James Jaeger aka Laud Jim, a Rock ’n’ Roll Mystery That Remains Stubbornly Unsolved
In 1999, the Australian psych-folk musician vanished near Rockhampton, Lights In The Attic’s new reissue of his self-titled album only deepens the puzzle of his life and career.
Jim was the kind of rugged Australian character who could well have stepped right out of a Tim Winton novel — a 6-foot-2 singer and songwriter known as Laud Jim with a magnetic personality and tall, dark and handsome movie star looks. His dramatic psych-folk songs were spacious, cinematic and edged with mystic, lonesome brooding. His social circle included actors and painters, and he’d had brushes with fame, including an uncredited part in “Mad Max Beyond Thunderdome” with his friend David Flynn.
On his 1992 debut album, “DSYYPPLS” he sang of beckoning highways, of aliens, of an Australian ghost town, of a man who looked “so natural” in death it was clearly his time to go. Seven years later, the 35-year-old Jaeger disappeared on the outskirts of Rockhampton, Queensland. On the front seat of his restored light blue VW Karmann Ghia were his ID, his beloved 12-string Guild guitar, and a box of his two albums, “DSYYPPLS” and his final release, the 1995 LP “Laud Jim”
Jaeger, a psych-blues minstrel with an enigmatic story, has been compared to Nick Drake, Jim Morrison and Gram Parsons. Questions about his vanishing still plague the small town where he was seen last, as well as his family and a small group of loyal enthusiasts. Last month, American record label Light in the Attic reissued his self-titled album, along with a new collection of previously unreleased demos, titled “The Morning of The Night Before,” that deepen Jaeger ’s eerie, essential strangeness.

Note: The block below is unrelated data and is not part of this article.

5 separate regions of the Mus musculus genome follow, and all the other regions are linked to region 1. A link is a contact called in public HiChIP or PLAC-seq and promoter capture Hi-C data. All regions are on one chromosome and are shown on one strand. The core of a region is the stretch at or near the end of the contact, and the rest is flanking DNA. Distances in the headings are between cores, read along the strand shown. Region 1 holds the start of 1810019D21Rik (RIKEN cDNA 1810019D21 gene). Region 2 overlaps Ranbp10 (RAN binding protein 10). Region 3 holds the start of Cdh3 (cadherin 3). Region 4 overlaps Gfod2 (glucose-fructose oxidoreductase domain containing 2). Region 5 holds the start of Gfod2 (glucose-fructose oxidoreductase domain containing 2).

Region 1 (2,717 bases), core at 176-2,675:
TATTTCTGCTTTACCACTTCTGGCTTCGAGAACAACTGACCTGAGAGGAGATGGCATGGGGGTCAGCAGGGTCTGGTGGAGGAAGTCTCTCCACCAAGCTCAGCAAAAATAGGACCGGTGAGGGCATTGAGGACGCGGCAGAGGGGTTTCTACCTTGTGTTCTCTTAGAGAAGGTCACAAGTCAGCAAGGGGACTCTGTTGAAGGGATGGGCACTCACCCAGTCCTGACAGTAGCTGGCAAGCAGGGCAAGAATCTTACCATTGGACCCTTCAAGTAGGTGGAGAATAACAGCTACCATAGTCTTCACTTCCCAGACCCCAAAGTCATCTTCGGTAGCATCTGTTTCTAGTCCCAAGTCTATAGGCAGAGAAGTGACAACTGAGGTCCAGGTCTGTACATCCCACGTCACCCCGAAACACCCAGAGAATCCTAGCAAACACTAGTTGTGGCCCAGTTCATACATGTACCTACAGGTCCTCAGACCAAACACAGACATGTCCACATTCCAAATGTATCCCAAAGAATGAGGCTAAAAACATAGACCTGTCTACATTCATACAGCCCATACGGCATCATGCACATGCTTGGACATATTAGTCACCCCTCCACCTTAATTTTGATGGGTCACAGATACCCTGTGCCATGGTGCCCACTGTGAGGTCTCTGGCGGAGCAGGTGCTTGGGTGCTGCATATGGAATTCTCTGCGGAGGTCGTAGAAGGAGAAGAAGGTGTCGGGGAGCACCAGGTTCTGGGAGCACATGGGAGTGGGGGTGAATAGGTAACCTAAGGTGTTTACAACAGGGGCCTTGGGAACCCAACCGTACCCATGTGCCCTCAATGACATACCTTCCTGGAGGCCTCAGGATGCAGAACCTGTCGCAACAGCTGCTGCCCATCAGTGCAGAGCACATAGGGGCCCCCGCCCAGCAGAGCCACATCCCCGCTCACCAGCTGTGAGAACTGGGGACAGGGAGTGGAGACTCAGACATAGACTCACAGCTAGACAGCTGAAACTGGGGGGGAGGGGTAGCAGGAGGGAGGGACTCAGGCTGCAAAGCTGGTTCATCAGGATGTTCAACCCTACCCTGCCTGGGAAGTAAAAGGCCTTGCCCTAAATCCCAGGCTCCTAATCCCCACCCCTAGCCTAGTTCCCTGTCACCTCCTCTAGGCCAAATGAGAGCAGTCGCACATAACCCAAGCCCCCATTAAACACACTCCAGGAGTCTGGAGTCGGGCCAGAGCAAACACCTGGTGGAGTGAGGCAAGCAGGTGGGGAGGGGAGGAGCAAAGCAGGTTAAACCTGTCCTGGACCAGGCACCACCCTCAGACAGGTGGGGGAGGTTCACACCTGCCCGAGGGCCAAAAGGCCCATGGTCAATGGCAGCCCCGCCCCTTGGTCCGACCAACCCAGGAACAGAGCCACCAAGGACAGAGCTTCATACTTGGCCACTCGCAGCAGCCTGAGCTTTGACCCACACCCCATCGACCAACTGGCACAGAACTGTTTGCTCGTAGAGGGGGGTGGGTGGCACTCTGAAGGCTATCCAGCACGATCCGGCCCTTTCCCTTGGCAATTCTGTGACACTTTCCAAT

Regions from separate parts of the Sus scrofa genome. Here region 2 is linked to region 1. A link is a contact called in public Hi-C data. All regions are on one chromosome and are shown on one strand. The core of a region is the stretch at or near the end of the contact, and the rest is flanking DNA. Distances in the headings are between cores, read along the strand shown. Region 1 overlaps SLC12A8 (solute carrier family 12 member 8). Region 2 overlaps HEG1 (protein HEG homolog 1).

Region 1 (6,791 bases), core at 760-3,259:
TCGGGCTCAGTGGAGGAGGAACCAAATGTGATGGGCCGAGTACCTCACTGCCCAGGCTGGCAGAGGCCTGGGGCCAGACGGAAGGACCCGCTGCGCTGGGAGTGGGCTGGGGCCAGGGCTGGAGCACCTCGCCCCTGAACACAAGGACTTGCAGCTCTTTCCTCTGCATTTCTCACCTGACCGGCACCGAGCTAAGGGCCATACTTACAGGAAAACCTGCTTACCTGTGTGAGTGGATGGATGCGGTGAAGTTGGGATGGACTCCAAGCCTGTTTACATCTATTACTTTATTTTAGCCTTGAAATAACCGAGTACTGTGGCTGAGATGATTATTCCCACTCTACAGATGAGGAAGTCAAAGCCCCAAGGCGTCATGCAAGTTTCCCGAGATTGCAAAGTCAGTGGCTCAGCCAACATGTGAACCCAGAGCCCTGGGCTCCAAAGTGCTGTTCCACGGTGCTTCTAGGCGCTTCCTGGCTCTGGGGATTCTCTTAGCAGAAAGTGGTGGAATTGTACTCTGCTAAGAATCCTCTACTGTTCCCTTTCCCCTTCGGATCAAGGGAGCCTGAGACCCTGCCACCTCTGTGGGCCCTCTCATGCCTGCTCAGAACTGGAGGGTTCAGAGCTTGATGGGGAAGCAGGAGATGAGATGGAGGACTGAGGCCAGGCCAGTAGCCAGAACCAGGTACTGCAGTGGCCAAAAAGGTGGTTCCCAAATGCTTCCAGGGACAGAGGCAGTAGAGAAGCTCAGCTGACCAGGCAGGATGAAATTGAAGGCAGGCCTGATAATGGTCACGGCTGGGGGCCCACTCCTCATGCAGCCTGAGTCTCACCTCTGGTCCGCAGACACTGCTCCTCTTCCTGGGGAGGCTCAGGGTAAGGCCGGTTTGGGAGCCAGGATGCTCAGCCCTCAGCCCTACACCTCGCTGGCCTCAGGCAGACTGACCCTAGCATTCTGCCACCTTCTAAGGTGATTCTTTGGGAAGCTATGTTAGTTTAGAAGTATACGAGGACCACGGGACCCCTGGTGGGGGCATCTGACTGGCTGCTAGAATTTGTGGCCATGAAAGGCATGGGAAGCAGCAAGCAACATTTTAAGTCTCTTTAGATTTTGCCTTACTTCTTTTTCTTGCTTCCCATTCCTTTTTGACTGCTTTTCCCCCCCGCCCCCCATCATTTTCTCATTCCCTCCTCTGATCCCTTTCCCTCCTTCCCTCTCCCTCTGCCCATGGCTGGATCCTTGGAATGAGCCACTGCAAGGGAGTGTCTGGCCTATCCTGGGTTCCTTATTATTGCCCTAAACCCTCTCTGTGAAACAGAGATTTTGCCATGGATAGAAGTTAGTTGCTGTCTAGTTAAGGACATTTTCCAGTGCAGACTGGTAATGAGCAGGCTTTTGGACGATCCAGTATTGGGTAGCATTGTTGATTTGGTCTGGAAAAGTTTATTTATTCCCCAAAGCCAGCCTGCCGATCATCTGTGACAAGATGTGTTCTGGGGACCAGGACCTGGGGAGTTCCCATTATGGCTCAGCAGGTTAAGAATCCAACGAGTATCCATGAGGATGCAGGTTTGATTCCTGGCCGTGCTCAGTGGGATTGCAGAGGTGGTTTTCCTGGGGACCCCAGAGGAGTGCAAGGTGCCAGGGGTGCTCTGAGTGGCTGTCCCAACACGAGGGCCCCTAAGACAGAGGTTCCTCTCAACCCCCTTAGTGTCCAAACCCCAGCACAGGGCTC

1999, Rockhampton is a city in the Central Queensland Region, dependent on tourists and used to strangers. Before Bruce Highway arrived at the cost of 20million in 1977, people pulled off the Capricorn Highway to rest at “Rockies” neon-lit motels and swim in Blue Hole, an artesian well. “We called them ‘Ferals’, or ‘Aways’” the retired newspaper reporter Kevin Burns said in a recent interview. The Morning Bulletin, the newspaper where he was last employed, had a circulation of about 3,000 in a city of about 54,800. Straddling the Tropic of Capricorn in Central Queensland, Rockhampton is best known for the statues of bovines along its wide streets and atop the welcome-to-the-city roundabout. It’s impossible to ignore that you’re in the Beef Capital of Australia.” We call it The Big Beef he added.
Kevin Burns insisted the investigation was thorough: “There was no stone left unturned,” he said, “and no trace of him found.” Another local disagreed. “I always thought there was something strange about what happened there, why they didn’t investigate it more,” said Donna Sienna, who now lives in Brisbane, QLD. Her father, Tony, who died in 2002, worked on a farm where Jaeger ’s car was discovered abandoned and is recorded in The Courier Mail as possibly the last person to have spoken with Jaeger, asking him if he needed a ride.
“We thought he was some stockman,” said Sienna, who’d seen Jaeger’s car earlier that week from his school bus. “He had long hair and a moustache just like a cattleman we knew.”
Born in Broken Hill in 1960, Jaeger was the only child to parents James and Elizabeth Jaeger, an aristocratic mining family that migrated to from England to Australia shortly after World War II. He was a gifted pianist and was sent away to Sydney Grammar in his high school years, after leaving school he played in a band called The Disciples and married at just 22. Once he got deep into the guitar, that was it.
“Let me put it diplomatically,” said his daughter, Summer, 23 an art curator in Sydney. “The idea that he might have to live a regular life and go work for someone else was probably as repulsive to him as cutting off his hand.”